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inactive in his shallow bed, till the mandate of the chAP. caliph was cast into the obedient stream, which rose * in a single night to the height of sixteen cubits. The admiration of the Arabs for their new conquest encouraged the licence of their romantic spirit. We may read, in the gravest authors, that Egypt was crowded with twenty thousand cities or villages:" that, exclusive of the Greeks and Arabs, the Copts alone were found, on the assessment, six millions of tributary subjects,” or twenty millions of either sex, and of every age: that three hundred millions of gold or silver were annually paid to the treasury of the caliph.” Our reason must be startled by these extravagant assertions; and they will become more palpable, if we assume the compass and measure the extent of habitable ground: a valley from the tropic to Memphis, seldom broader than twelve miles, and the triangle of the Delta, a flat surface of two thousand one hundred square leagues, compose a twelfth part of the magnitude of France." A more accurate research will justify a more reasonable estimate. The three hundred millions, created by the error of a scribe, are reduced to the decent revenue of four * Maillet, Description de l'Egypte, p. 22. He mentions this number as the common opinion; and adds, that the generality of these villages contain two or three thousand persons, and that many of them are more populous than our large cities. * Eutych. Annal. tom. ii. p. 308. 311. The twenty millions are computed from the following data: one-twelfth of mankind above sixty, one-third below sixteen, the proportion of men to women as seventeen to sixteen (Recherches sur la Population de la France, p. 71, 72). The president Goguet (Origine des Arts, &c. tom. iii. p. 26, &c.) bestows twenty-seven millions on ancient Egypt, because the seventeen hundred companions of Sesostris were born on the same day. * Elmacin, Hist. Saracen. p. 218; and this gross lump is swallowed without scruple by D'Herbelot (Bibliot. Orient. p. 1031), Arbuthnot (Tables of Ancient Coins, p. 262), and De Guignes (Hist, des Huns, tom. iii. p. 135). They might allege the not less extravagant liberality of Appian in favour of the Ptolemies (in praefat.) of seventy-four myriads, 740,000 talents, an annual income of 185, or near 300, millions of pounds sterling, according as we reckon by the Egyptian or the Alexandrian talent (Bernard de Ponderibus Antiq. p. 186). * See the measurement of D'Anville (Mem. sur l'Egypte, p. 23, &c.) After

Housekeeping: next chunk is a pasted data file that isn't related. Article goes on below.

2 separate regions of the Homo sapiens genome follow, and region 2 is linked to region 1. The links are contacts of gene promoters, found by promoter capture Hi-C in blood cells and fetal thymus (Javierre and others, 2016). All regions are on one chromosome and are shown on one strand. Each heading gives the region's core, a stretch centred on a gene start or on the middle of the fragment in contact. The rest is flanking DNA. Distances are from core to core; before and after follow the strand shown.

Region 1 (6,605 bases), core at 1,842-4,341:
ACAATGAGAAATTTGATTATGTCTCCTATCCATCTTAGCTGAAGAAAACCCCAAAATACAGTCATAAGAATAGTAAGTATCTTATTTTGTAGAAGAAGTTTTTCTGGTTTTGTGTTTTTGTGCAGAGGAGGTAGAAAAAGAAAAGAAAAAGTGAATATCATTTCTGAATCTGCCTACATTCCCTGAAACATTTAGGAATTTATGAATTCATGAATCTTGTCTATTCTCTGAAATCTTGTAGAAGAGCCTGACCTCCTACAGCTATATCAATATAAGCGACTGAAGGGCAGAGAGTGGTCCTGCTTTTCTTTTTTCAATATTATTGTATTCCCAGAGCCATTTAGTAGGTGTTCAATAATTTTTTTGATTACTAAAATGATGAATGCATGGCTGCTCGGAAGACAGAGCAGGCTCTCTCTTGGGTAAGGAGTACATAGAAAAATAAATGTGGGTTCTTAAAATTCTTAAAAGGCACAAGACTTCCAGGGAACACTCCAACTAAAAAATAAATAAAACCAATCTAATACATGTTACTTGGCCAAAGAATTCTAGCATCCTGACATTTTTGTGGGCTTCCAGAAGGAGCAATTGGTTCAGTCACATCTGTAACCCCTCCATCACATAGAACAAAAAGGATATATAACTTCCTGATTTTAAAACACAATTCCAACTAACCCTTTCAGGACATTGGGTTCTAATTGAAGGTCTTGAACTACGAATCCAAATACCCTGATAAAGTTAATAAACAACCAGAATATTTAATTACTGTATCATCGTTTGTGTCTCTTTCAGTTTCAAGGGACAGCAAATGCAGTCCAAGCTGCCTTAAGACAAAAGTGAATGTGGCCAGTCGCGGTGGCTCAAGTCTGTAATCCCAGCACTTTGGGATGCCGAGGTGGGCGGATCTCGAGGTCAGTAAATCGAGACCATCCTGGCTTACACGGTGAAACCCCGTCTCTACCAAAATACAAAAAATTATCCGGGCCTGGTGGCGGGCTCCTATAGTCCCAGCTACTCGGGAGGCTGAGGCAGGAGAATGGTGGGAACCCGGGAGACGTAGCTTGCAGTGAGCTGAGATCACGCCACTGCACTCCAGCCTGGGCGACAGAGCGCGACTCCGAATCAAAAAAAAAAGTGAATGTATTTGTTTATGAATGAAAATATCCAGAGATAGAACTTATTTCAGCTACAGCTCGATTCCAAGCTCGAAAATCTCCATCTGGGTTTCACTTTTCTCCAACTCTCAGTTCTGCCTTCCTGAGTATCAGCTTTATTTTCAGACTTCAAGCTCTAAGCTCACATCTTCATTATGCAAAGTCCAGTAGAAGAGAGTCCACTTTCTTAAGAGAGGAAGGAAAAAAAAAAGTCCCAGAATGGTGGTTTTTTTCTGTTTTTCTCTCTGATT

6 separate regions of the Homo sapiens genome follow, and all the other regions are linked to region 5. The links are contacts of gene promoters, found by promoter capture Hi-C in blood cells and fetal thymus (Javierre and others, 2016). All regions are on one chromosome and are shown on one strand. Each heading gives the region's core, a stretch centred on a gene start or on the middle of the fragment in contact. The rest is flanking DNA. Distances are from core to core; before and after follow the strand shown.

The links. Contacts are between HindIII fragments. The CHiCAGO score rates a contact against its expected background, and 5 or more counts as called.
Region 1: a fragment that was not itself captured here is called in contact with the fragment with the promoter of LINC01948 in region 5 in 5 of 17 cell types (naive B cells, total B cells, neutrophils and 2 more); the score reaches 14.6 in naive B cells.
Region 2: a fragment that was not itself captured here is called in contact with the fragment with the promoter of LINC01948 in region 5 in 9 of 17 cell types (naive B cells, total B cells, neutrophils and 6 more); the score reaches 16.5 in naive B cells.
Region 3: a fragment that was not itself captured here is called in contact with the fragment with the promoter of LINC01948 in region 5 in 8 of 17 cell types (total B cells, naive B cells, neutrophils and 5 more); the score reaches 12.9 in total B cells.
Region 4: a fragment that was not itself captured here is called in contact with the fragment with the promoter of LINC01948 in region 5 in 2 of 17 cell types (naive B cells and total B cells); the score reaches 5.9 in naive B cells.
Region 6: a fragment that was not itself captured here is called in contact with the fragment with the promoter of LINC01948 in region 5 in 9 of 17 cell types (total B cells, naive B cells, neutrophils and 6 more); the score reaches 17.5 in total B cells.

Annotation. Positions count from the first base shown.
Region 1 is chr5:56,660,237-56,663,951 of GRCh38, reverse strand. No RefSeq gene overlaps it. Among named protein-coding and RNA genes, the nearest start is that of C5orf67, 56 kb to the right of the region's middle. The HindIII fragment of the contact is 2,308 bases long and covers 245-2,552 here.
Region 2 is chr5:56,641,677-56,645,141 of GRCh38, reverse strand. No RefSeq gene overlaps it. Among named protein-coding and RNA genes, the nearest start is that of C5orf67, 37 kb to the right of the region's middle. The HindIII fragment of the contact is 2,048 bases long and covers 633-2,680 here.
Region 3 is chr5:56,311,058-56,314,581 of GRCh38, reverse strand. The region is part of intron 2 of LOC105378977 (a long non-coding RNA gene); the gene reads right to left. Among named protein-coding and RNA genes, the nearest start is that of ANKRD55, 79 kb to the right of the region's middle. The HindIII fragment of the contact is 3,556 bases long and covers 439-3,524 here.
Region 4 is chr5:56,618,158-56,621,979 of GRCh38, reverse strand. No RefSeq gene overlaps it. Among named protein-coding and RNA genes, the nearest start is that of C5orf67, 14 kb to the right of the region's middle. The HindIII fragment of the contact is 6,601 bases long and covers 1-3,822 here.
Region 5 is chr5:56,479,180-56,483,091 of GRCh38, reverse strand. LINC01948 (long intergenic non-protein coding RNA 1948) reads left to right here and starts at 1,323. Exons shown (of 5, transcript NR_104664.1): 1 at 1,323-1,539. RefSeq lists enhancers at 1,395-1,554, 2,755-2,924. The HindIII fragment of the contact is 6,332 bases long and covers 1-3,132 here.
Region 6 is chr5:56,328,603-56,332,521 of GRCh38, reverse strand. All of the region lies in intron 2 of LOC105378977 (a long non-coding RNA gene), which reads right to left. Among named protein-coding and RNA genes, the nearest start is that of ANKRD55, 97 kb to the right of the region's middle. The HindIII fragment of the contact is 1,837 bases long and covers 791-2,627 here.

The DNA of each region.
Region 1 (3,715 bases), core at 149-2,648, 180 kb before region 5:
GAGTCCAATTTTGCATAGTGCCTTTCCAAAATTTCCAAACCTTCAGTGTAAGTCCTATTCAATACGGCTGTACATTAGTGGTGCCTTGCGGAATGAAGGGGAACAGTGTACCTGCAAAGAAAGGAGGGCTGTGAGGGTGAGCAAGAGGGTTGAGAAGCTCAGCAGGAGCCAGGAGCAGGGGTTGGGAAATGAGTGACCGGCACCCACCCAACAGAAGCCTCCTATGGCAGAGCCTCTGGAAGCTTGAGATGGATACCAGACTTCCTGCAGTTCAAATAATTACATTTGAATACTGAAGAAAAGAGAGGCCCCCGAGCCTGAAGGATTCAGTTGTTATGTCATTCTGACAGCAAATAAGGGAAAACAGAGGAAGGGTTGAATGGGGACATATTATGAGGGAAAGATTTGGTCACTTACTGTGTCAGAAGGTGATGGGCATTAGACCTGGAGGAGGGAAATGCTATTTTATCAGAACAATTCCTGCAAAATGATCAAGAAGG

some peevish cavils, M. Pauw (Recherches sur les Egyptiens, tom. i. p. 118– 121) can only enlarge his reckoning to 2250 square leagues.

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millions three hundred thousand pieces of gold, of
which nine hundred thousand were consumed by the
pay of the soldiers." Two authentic lists, of the pre-
sent and of the twelfth century, are circumscribed
within the respectable number of two thousand seven
hundred villages and towns." After a long residence
at Cairo, a French consul has ventured to assign about
four millions of Mahometans, Christians, and Jews,
for the ample, though not incredible, scope of the
population of Egypt.”
IV. The conquest of Africa, from the Nile to the
Atlantic ocean," was first attempted by the arms of
the caliph Othman. The pious design was approved
by the companions of Mahomet and the chiefs of the
tribes; and twenty thousand Arabs marched from
Medina, with the gifts and the blessing of the com-

CHAP.
LI.

AFR1cA.
First inva-
sion by
Abdallah,
A. D. 647.

• Renaudot, Hist. Patriarch. Alexand. p. 334, who calls the common reading or version of Elmacin, error librarii. His own emendation, of 4,300,000 pieces, in the ixth century, maintains a probable medium between the 3,000,000 which the Arabs acquired by the conquest of Egypt (idem, p. 168), and the 2,400,000 which the sultan of Constantinople levied in the last century (Pietro della Valle, tom. i. p. 352; Thevenot, part i. p. 824). Pauw (Recherches, tom. ii. p. 365 –373) gradually raises the revenue of the Pharaohs, the Ptolemies, and the Caesars, from six to fifteen millions of German crowns.

* The list of Schultens (Index Geograph. ad calcem Vit. Saladin. p. 5) contains 2396 places; that of D'Anville (Mem. sur l'Egypte, p. 29), from the divan of Cairo, enumerates 2696.

s See Maillet (Description de l'Egypte, p. 28), who seems to argue with candour and judgment. I am much better satisfied with the observations than with the reading of the French consul. He was ignorant of Greek and Latin literature, and his fancy is too much delighted with the fictions of the Arabs. Their best knowledge is collected by Abulfeda (Descript. Ægypt. Arab. et Lat. A Joh. David Michaelis, Gottingae, in 4to. 1776); and in two recent voyages into Egypt, we are amused by Savary, and instructed by Volney. I wish the latter could travel over the globe.

* My conquest of Africa is drawn from two French interpreters of Arabic literature, Cardonne (Hist. de l'Afrique et de l'Espagne sous la Domination des Arabes, tom. i. p. 8–55) and Otter (Hist. de l'Academie des Inscriptions, tom. xxi. p. 111–125. and 136). They derive their principal information from Novairi, who composed, A. D. 1331, an Encyclopaedia in more than twenty volumes. The five general parts successively treat of, 1. Physics; 2. Man; 3. Animals; 4. Plants; and, 5. History; and the African affairs are discussed in the vith chapter of the vth section of this last part (Reiske, Prodidagmata ad Hagji Chalifa, Tabulas, p. 232–234). Among the older historians who are quoted by Novairi we may distinguish the original narrative of a soldier who led the van of the Moslems.

mander of the faithful. They were joined in the cłło.